What can you do if your snoring is mild?
A mild snorer may be noisy at night but still get plenty of air, with snoring sometimes disrupting sleep. Whether or not your occasional woodcutter is linked to wider problems, there are steps you can take to reduce nighttime noise.
Sleep on your side An Israeli study found nearly half of snorers with sleep apnea to stop when they changed positions. Pillows and shirts to help you sleep on your side are available uncomfortable rolling onto your back, For the DIY kind, you can try sewing some tennis balls onto the back of your nightshirt.
Strengthen the tongue. One of the most common causes of snoring is when your tongue slides back into your throat. The simplest way to stop it is with a daily set of tongue exercises, But Dr. Chang said it can take weeks to have an effect and most people are not diligent enough to keep it up.
There’s also a steady stream of anti-snoring devices available to buy online that are completely useless. Chin straps, nose clips and straps, nostril dilators — be careful with them, Dr. Chang said, because they don’t work for everyone. She said that a humidifier can help you sleep better by moisturizing your nose and throat, but it won’t stop your snoring.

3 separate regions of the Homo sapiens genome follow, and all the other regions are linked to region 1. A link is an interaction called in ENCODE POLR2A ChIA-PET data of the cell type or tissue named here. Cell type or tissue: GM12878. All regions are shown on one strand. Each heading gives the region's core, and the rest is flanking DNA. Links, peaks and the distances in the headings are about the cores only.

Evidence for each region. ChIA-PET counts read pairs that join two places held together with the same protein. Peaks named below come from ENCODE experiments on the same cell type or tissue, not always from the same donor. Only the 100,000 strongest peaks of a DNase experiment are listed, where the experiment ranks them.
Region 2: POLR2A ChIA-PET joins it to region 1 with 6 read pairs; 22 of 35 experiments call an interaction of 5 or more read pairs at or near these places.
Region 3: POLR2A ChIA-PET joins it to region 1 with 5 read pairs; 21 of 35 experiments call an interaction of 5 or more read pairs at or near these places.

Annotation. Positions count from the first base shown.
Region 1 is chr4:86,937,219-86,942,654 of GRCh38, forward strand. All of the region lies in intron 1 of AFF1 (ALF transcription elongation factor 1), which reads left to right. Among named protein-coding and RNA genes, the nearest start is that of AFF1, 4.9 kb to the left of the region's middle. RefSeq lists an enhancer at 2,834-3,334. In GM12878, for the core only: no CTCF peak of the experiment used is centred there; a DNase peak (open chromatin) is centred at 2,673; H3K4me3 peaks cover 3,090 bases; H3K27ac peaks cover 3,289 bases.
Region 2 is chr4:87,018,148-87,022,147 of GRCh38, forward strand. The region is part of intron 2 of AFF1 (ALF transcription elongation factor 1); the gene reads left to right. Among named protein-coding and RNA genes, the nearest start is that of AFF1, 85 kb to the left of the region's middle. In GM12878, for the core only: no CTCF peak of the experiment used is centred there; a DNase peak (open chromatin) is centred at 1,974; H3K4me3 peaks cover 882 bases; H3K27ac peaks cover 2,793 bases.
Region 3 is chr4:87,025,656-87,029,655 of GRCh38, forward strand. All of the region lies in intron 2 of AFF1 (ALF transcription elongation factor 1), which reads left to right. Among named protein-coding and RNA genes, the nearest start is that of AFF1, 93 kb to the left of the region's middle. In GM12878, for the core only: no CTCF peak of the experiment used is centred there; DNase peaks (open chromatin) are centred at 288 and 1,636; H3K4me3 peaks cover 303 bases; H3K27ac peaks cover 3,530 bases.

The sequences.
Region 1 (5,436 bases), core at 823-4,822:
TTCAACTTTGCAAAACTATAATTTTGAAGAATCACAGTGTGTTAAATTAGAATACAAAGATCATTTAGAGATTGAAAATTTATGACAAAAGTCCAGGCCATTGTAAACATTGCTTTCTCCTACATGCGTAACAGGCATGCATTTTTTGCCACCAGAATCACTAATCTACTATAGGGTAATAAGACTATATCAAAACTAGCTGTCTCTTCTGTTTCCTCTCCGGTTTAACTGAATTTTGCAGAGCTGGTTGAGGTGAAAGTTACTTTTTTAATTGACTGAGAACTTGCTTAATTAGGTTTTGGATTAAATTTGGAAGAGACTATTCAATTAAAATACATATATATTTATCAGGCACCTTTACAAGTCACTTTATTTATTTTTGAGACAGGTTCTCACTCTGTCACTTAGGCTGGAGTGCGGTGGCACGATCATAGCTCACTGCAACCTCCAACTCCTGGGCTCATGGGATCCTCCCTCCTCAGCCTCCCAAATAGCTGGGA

What if your snoring is moderate?
If your sleep study shows that your snoring is moderate—that the lack of air is disrupting your sleep more than 15 times per hour—you should see a sleep doctor, pulmonologist, or ear, nose, and throat specialist. needed. They may recommend the following:
CPAP (continuous positive airway pressure) machine. This is a device that attaches to either your nostrils or your nose and mouth to increase the amount of air that passes through your throat.
mouth guard. A mouth guard helps to keep the jaw slightly forward so that the tongue cannot crawl down the throat and block it. It’s more convenient than a tube strapped to your face, but it requires a skilled dentist and several visits to fit it to your teeth and jaw. Make sure your insurance will cover it, and avoid cheap, over-the-counter guards, as they won’t work unless they’re calibrated correctly.
weight loss. Another way for some people to reduce snoring is to lose weight. Body mass index is reliably associated with snoring and sleep apnea, Dr. Chang said, although every larynx is different. Losing weight will reduce the pressure on your windpipe and allow more air to pass through.
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